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How Often Should I Work Out? | Your Guide To Optimal Workout Times

Going to the gym is very rewarding and exciting. As the years of your lifting experience increase, you might hit a little plateau occasionally. Sometimes, the mood just isn’t there, motivation is lacking, or you feel like you’re not making much progress.

Even though the results can be connected to all these factors, sometimes, you may simply be spending too much or too little time at the gym. We know, lifting some iron for hours may seem like the smart thing to do to get some gains, however, too much can do too little for your actual progress. Let’s consider how long to workout for optimal results and to utilize the lifting potential of your body to the fullest.

Frequency Basics

First, let’s look at the basics of muscle growth and recovery associated with it. After you exercise and damage the muscle fibers, your body will attempt to repair the fibers using protein and other nutrients.

If muscle hypertrophy is achieved (growth), the muscle fibers will increase in size and have a higher potential in terms of strength and volume. However, the body is responding to the exercise for about 24-48 hours after your lifting session.

That being said, you might want to look at your workout routine and see if you’re giving your muscles enough rest for protein synthesis and full recovery before working them out again. In addition, factors such as nutrition, age, genetics, and overall physical shape also play a huge role in the amount of time you will need for your muscles to get fully recovered after an exercise.

Other factors to consider

As previously mentioned, many other factors determine the effectiveness of your post-exercise recovery. One of the largest contributing factors is nutrition. For example, a diet high in processed foods, sugars, and saturated fats can affect the amount of inflammation in the body and slow down the overall rate of recovery of your body after exercise.

In regards to nutrition, refraining from refined sugars and processed foods and including an abundance of healthy foods such as vegetables and fruits, and drinking plenty of water will have a positive effect on the function of your body.

How Long to workout?

If you’re just starting out, getting enough rest between your training sessions and starting off with a sound lifting program will increase the effectiveness of your physical improvements. Starting at 2-3 strength training sessions per week, focusing on compound movements, and aiming for 45-60 minutes per session is a good place to start.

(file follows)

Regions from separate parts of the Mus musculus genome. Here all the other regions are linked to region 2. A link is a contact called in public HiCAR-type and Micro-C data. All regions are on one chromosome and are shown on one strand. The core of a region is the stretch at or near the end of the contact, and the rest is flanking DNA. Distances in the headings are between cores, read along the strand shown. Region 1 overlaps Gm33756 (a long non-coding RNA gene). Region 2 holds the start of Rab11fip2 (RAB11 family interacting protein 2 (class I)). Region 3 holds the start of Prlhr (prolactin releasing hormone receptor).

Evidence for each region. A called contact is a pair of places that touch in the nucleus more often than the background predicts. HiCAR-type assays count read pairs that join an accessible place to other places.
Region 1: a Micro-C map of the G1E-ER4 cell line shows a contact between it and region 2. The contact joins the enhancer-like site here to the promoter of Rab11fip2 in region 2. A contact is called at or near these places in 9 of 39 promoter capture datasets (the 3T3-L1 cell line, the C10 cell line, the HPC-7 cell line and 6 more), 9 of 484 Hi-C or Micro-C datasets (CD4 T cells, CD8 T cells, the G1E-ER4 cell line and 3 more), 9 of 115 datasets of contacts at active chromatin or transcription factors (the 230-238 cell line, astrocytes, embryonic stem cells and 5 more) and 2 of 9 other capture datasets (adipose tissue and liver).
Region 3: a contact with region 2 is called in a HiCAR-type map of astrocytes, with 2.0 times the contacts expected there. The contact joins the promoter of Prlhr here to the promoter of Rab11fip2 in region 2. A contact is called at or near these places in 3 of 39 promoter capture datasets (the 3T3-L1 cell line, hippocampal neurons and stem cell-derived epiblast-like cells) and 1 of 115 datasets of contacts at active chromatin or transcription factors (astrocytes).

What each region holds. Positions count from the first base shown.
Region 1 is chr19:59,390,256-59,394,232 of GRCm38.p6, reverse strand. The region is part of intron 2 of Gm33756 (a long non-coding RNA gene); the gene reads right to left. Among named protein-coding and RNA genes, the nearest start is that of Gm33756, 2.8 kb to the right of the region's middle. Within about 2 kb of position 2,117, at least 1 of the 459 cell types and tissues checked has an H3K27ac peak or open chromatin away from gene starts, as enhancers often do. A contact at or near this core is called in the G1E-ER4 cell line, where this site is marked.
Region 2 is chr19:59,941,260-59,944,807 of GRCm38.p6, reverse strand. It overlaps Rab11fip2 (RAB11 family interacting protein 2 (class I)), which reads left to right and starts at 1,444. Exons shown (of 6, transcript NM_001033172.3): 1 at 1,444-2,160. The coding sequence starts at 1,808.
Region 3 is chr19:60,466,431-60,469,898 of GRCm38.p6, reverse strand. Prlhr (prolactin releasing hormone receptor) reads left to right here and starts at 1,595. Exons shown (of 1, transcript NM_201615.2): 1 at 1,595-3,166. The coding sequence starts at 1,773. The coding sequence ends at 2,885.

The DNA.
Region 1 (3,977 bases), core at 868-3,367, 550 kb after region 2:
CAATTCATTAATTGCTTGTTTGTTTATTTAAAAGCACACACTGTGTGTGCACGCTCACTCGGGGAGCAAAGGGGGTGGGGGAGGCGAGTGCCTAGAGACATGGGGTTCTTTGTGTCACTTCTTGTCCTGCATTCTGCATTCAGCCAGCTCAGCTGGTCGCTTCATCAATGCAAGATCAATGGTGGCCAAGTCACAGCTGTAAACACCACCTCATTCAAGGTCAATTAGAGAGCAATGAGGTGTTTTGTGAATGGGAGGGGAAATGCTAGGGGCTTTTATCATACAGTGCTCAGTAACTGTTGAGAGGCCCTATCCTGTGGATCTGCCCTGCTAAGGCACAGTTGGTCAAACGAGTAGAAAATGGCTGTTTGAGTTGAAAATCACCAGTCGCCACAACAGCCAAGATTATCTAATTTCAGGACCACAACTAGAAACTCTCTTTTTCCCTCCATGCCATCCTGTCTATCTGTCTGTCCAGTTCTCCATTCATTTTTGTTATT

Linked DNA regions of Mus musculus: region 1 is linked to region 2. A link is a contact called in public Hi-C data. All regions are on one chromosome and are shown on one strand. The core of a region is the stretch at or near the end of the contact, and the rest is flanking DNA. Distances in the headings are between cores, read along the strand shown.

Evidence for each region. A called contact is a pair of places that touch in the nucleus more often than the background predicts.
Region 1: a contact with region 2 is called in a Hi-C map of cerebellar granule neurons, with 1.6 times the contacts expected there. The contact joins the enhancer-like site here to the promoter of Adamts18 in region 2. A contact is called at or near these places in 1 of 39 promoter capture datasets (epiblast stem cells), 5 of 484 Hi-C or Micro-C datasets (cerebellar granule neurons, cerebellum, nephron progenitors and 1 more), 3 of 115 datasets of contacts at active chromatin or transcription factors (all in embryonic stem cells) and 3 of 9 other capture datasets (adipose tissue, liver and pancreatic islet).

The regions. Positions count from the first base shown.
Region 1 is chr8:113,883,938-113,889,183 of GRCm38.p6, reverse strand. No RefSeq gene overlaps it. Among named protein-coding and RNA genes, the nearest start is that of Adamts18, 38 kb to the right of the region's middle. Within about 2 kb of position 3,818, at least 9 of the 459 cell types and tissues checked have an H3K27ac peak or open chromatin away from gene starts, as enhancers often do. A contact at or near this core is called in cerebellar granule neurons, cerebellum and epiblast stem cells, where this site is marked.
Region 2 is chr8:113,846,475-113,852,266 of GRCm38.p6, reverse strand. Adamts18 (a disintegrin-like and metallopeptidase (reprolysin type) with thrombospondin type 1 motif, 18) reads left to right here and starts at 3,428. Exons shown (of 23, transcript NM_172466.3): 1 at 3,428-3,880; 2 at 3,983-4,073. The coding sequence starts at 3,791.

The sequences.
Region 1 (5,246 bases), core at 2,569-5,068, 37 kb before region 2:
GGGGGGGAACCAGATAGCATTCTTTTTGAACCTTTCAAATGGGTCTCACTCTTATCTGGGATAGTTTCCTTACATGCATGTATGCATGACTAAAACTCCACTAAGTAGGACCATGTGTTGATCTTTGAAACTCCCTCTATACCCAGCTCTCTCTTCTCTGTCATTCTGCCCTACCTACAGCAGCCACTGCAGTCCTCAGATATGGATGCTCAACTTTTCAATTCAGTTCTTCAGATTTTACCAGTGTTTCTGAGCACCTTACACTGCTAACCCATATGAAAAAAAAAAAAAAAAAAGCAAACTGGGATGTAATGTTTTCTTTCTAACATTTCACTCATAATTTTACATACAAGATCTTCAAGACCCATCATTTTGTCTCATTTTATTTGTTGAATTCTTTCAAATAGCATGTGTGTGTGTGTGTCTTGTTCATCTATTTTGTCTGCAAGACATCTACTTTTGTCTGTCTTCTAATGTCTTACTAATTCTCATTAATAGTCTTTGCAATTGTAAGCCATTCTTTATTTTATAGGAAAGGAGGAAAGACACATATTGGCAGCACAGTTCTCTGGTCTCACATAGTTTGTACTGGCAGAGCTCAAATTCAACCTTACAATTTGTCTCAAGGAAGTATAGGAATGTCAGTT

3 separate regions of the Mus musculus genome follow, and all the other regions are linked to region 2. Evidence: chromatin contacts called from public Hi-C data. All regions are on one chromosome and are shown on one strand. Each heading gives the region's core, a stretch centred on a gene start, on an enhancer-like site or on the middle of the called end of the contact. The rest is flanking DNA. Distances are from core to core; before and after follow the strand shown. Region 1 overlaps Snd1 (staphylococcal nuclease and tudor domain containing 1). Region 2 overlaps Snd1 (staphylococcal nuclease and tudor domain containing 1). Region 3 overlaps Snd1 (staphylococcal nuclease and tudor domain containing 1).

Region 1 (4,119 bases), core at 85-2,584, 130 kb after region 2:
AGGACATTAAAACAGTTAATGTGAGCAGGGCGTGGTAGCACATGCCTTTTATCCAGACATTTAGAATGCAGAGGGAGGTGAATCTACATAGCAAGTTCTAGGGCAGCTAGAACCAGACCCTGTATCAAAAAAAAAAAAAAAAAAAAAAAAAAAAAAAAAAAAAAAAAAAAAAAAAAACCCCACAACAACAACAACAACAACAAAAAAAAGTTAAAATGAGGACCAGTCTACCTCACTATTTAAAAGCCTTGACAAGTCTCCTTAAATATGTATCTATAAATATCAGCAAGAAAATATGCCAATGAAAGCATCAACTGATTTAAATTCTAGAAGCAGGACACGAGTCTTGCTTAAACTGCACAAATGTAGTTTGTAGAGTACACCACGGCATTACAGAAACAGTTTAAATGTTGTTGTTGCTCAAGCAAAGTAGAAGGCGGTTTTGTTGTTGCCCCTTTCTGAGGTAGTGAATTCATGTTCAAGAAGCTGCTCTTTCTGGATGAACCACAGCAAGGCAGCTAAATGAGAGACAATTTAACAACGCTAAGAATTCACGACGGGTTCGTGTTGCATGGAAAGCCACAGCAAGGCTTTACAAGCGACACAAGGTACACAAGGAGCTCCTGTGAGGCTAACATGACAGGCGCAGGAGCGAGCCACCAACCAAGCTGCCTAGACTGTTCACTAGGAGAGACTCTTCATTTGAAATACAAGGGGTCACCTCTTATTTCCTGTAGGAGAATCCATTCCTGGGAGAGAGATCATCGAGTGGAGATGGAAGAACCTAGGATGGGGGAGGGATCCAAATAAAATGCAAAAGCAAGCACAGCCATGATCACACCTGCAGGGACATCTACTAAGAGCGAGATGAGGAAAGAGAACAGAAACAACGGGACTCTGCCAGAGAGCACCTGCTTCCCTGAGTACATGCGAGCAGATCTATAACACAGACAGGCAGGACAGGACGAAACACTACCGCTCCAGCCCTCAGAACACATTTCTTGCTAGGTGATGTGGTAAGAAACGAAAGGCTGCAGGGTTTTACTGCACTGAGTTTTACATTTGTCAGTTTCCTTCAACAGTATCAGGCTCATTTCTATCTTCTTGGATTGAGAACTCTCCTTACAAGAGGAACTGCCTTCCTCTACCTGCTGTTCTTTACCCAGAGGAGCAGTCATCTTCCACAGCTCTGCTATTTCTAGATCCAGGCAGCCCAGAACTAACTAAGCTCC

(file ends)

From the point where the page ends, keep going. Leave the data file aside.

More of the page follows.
Muscles get fatigued after prolonged exercise for numerous reasons but the research on the specifics of muscle fatigue and what exactly affects it the most varies. Giving yourself the day off between the training sessions and focusing on different muscle groups each workout will help your body to get used to the physical strains of weight-lifting and will provide your muscles enough time to recover.

For the more experienced lifter, the same basic physiological rules will apply. Even though your muscles will be more used to resistance training and will be able to handle much more stress, 24-48 hour recovery window for muscles to fully regenerate should be a good estimate.

In reality, based on your training program, you may focus on 3-4 sessions per week and allow yourself to have at least a full day before getting back to the gym and doing biceps curls for the 3rd straight day. As muscle resistance increases and your body adapts to a higher volume of strength training, your workouts will most likely get a little longer. As with the recovery, the time your body allows you to exercise will vary upon many factors of your personal physiology. Don’t overcomplicate it, just get it done and have fun doing it.

Putting it all together

Training frequency and length of your workouts should vary greatly based on numerous factors such as experience, volume lifted, and your current lifestyle.

For most of us, rest is usually out of the question when talking to your gym buddies about building some serious muscle. Although, as research indicates, rest is just as important to the growth of the muscle as the actual lifting sessions. Considering ample rest between you exercise the same muscle group again is a key to preventing injury, maximizing your gains, and progress on your fitness journey.

Try to experiment with a variety of training splits that require a different frequency of the workouts and see how your body adjusts to it. Generally, sticking to the 24-48 hour rule after an intense strength training workout is a good place to start. Experiment, give it your best and see some serious results. Oh wait, and don’t forget to Fuel Your Ambition with some quality Myprotein supplements and clean nutrition. Happy lifting.

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Faye Reid

Faye Reid

Writer and expert

Faye Reid has a Master of Science in Sport Physiology and Nutrition. She puts her passion into practice as goal attack for her netball team, and in competitive event riding. Find out more about Faye's experience here: https://www.linkedin.com/in/faye-reid-8b619b122/.

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